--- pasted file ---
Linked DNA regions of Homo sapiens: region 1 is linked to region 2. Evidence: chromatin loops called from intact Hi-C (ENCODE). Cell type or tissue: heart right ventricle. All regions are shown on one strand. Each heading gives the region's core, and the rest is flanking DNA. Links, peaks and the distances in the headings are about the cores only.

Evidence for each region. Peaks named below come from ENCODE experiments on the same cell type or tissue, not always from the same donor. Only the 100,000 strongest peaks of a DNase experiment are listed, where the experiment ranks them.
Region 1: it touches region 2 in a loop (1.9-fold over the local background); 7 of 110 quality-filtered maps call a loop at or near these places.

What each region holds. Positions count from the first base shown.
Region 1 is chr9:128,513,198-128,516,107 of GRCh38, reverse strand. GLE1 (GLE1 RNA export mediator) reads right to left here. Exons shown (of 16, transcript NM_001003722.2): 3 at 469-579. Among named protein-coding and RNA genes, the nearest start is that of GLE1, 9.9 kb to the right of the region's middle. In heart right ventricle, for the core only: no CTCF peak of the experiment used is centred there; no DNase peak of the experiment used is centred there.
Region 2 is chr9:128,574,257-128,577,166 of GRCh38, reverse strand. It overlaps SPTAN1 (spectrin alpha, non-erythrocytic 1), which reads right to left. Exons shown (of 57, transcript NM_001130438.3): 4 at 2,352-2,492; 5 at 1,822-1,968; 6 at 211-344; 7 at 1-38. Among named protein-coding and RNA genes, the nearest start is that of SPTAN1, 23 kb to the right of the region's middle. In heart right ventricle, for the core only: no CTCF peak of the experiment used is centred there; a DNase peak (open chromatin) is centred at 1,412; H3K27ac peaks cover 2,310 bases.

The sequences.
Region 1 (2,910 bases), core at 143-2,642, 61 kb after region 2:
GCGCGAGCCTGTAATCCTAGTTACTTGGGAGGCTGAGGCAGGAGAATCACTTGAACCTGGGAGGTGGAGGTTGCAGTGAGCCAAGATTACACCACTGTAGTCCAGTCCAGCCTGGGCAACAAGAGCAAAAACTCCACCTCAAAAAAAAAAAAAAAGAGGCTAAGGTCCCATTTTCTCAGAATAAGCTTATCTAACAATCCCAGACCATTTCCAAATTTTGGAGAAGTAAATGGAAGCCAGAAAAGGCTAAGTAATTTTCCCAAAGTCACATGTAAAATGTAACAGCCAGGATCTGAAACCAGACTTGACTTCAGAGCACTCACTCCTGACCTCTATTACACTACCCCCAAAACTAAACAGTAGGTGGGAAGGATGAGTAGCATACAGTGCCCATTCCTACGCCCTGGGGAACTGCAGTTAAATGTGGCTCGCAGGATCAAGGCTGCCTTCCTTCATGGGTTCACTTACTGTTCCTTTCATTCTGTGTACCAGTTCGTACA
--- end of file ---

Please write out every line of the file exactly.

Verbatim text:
Linked DNA regions of Homo sapiens: region 1 is linked to region 2. Evidence: chromatin loops called from intact Hi-C (ENCODE). Cell type or tissue: heart right ventricle. All regions are shown on one strand. Each heading gives the region's core, and the rest is flanking DNA. Links, peaks and the distances in the headings are about the cores only.

Evidence for each region. Peaks named below come from ENCODE experiments on the same cell type or tissue, not always from the same donor. Only the 100,000 strongest peaks of a DNase experiment are listed, where the experiment ranks them.
Region 1: it touches region 2 in a loop (1.9-fold over the local background); 7 of 110 quality-filtered maps call a loop at or near these places.

What each region holds. Positions count from the first base shown.
Region 1 is chr9:128,513,198-128,516,107 of GRCh38, reverse strand. GLE1 (GLE1 RNA export mediator) reads right to left here. Exons shown (of 16, transcript NM_001003722.2): 3 at 469-579. Among named protein-coding and RNA genes, the nearest start is that of GLE1, 9.9 kb to the right of the region's middle. In heart right ventricle, for the core only: no CTCF peak of the experiment used is centred there; no DNase peak of the experiment used is centred there.
Region 2 is chr9:128,574,257-128,577,166 of GRCh38, reverse strand. It overlaps SPTAN1 (spectrin alpha, non-erythrocytic 1), which reads right to left. Exons shown (of 57, transcript NM_001130438.3): 4 at 2,352-2,492; 5 at 1,822-1,968; 6 at 211-344; 7 at 1-38. Among named protein-coding and RNA genes, the nearest start is that of SPTAN1, 23 kb to the right of the region's middle. In heart right ventricle, for the core only: no CTCF peak of the experiment used is centred there; a DNase peak (open chromatin) is centred at 1,412; H3K27ac peaks cover 2,310 bases.

The sequences.
Region 1 (2,910 bases), core at 143-2,642, 61 kb after region 2:
GCGCGAGCCTGTAATCCTAGTTACTTGGGAGGCTGAGGCAGGAGAATCACTTGAACCTGGGAGGTGGAGGTTGCAGTGAGCCAAGATTACACCACTGTAGTCCAGTCCAGCCTGGGCAACAAGAGCAAAAACTCCACCTCAAAAAAAAAAAAAAAGAGGCTAAGGTCCCATTTTCTCAGAATAAGCTTATCTAACAATCCCAGACCATTTCCAAATTTTGGAGAAGTAAATGGAAGCCAGAAAAGGCTAAGTAATTTTCCCAAAGTCACATGTAAAATGTAACAGCCAGGATCTGAAACCAGACTTGACTTCAGAGCACTCACTCCTGACCTCTATTACACTACCCCCAAAACTAAACAGTAGGTGGGAAGGATGAGTAGCATACAGTGCCCATTCCTACGCCCTGGGGAACTGCAGTTAAATGTGGCTCGCAGGATCAAGGCTGCCTTCCTTCATGGGTTCACTTACTGTTCCTTTCATTCTGTGTACCAGTTCGTACA